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Understanding and Managing Osgood-Schlatter Disease: A Comprehensive Guide

Updated: Mar 11



Osgood-Schlatter Disease (OSD) is a common knee condition in active adolescents, the swelling of the knee causes pain during and post-exercise. These symptoms can affect exercise duration, movement quality, and sports performance. Therefore, this can be a difficult injury for a young person to manage and overcome. This guide will give you a good understanding of the condition, why it occurs, and how to manage it. 


What is Osgood-Schlatter Disease?

All adolescents are going through a period of growth. During this period, growth plates, which are situated on our bones, become soft. Our muscles attach to our bones to allow movement to occur. At the knee, our quadricep muscle attaches just below the kneecap to a part of the bone called the tibial tuberosity (top of the shin bone). This part of the bone can become soft in stages of growth as a young adult and will cause inflammation when the quadriceps are used. As the muscle is contracting and relaxing through exercise, the growth plate will become sore and sometimes a small nodule can be felt. This can vary in severity with each individual but is important to manage the symptoms to prevent further injury. 


Causes and Risk Factors

Osgood-Schlatter Disease is prevalent in active adolescents due to exercise exacerbating the symptoms. The more exercise you do, the more the muscle is used and the more the growth plate is irritated. Pain can vary in severity throughout a young person’s growth, usually becoming most intense before the ‘growth spurt’ or period of rapid growth. However, it is common for symptoms to persist, especially in very active individuals. 


Symptoms 

Pain! The knee will become sore, specifically when exercise is first commenced. This pain can proceed throughout exercise, increasing with intensity, in severe cases, the pain will prevent the individual from being able to continue. The knee can become swollen, and inflammation will increase pain. In some cases, a small nodule of bone can be felt or sometimes seen just below the kneecap. This is the area of the muscle attachment and when palpated will be the area of most intense pain.  


Osgood-Schlatter Treatment

Due to the nature of this condition, the best approach is to manage the symptoms. Managing the training load, with less physical training and creating a more skill-based or psychological training session. Appropriate rest following training is essential to allow the inflammation to reduce, this may be achieved by reducing the amount of training days completed throughout the week. Taping can also be used for pain relief during exercise sessions.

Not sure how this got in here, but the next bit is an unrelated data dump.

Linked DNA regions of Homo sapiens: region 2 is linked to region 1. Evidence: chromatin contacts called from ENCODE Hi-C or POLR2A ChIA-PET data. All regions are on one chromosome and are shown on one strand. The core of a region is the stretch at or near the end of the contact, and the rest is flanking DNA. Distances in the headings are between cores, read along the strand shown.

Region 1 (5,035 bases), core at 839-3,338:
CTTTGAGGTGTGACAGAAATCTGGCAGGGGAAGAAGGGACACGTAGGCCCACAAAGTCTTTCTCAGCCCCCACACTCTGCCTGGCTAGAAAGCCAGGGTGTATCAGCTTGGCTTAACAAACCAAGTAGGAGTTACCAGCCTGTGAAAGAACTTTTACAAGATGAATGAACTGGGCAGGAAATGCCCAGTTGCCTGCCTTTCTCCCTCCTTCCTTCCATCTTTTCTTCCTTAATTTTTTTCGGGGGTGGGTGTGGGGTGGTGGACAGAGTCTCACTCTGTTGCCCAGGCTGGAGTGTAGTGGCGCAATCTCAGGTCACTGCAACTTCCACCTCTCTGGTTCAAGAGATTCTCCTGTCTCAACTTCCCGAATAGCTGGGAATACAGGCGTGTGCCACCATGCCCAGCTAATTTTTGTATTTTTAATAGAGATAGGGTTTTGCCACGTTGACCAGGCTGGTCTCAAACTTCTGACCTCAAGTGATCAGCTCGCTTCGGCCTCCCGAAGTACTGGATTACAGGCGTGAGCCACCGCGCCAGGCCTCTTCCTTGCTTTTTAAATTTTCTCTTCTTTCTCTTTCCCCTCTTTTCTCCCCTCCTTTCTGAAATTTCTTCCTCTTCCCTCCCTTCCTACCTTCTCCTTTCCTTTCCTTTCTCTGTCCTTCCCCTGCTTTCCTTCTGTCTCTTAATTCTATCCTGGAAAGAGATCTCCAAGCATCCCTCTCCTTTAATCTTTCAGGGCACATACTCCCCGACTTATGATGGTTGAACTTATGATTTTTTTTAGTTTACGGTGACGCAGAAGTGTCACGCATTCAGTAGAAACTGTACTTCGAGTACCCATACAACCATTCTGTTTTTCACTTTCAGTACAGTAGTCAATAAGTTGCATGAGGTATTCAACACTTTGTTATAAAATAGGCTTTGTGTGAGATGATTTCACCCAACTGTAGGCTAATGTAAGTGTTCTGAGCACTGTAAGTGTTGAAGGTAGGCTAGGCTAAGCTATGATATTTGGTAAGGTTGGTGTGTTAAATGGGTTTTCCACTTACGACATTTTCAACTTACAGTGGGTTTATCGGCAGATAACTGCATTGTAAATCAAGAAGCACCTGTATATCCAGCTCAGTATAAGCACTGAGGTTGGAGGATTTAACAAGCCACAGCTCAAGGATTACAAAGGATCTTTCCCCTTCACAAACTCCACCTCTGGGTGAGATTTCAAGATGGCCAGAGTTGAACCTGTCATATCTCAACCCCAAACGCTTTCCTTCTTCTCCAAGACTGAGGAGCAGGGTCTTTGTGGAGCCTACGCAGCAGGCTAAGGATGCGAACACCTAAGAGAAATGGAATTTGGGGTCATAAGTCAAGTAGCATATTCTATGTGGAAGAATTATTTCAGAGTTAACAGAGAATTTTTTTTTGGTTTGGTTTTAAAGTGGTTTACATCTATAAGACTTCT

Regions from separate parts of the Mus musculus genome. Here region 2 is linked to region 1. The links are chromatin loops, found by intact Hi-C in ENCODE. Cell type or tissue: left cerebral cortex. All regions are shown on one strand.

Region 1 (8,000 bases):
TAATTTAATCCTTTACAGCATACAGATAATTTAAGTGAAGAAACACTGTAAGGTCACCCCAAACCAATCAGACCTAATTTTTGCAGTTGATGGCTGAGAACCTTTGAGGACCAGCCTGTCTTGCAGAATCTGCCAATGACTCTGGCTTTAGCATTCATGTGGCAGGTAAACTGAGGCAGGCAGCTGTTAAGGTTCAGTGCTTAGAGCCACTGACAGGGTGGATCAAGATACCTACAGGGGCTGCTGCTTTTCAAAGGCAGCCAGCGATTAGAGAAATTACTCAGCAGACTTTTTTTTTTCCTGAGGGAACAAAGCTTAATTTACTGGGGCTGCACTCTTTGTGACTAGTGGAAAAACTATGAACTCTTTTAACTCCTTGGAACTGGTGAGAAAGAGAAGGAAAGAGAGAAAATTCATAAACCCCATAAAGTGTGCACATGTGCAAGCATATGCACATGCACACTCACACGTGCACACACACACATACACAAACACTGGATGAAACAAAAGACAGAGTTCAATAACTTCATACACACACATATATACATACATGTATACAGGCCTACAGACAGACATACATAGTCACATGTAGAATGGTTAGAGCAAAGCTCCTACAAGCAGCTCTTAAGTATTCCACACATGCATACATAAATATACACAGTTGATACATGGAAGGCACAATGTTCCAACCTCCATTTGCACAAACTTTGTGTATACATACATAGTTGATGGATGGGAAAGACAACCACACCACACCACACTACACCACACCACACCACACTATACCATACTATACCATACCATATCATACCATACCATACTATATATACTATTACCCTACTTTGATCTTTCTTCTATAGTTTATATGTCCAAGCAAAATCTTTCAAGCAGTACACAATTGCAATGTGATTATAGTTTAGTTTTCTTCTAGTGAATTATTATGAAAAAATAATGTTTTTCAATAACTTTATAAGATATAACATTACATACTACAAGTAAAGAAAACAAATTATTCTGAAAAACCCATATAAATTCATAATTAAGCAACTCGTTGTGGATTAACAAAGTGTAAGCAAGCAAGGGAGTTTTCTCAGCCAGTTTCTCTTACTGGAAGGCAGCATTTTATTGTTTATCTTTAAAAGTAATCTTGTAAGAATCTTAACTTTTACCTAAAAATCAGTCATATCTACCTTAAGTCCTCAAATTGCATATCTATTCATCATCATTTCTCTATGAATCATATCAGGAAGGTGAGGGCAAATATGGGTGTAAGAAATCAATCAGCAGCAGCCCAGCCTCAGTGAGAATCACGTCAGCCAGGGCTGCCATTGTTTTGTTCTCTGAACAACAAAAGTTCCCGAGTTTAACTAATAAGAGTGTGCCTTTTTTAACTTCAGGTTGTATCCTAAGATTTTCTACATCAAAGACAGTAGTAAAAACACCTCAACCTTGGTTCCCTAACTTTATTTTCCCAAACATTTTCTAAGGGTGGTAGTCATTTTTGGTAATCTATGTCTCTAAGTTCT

Osgood-Schlatter Exercises 

Strengthening exercises with isometric contractions, for example, a wall sit will activate the quadriceps muscle without movement, eliminating tension at the growth plate. Balance and proprioceptive exercises are also crucial during this stage of development as the body is constantly growing and changing, therefore introducing exercises that challenge cognitive function will improve the efficiency of movements and help prevent injury. Flexibility exercises will help reduce pain by increasing muscle suppleness, thus reducing the amount of pull on the growth plate. 


Preventing OSD 

Unfortunately, OSD cannot be prevented completely, however, noticing symptoms as early as possible will allow an earlier intervention which can reduce the severity of symptoms and time off from activity. 


Coping mechanisms 

Staying involved in your sport. If you are involved in team sports, it is essential to stay part of the team and continue learning - taking a different role within the team and assisting the coach. If you are in individual sports, speak with your coach and tailor sessions to your needs. For example, decreasing physical demands and increasing technical or psychological aspects. Staying involved will reduce the mental strain of dealing with the condition and can also help development in a different part of your sport. 


Seeking Professional Help

When symptoms develop, it is always good to seek medical advice. This will give you clarity over your condition, confidence in managing the symptoms, and a pathway to return back to full involvement.  


Conclusion

This guide is aimed to empower both adolescents and their support systems with knowledge and resources when dealing with Osgood-Schlatter Disease. Dealing with OSD is a process and can take time, it is important to be patient, manage the symptoms, and stay involved! If you found this information helpful, don’t forget to share it with others who might benefit. 


P.S. Does your young athlete suffer from Osgood-Schlatter Disease? If so, book in with our expert Ash now to help guide them through these pains. 👇🏼





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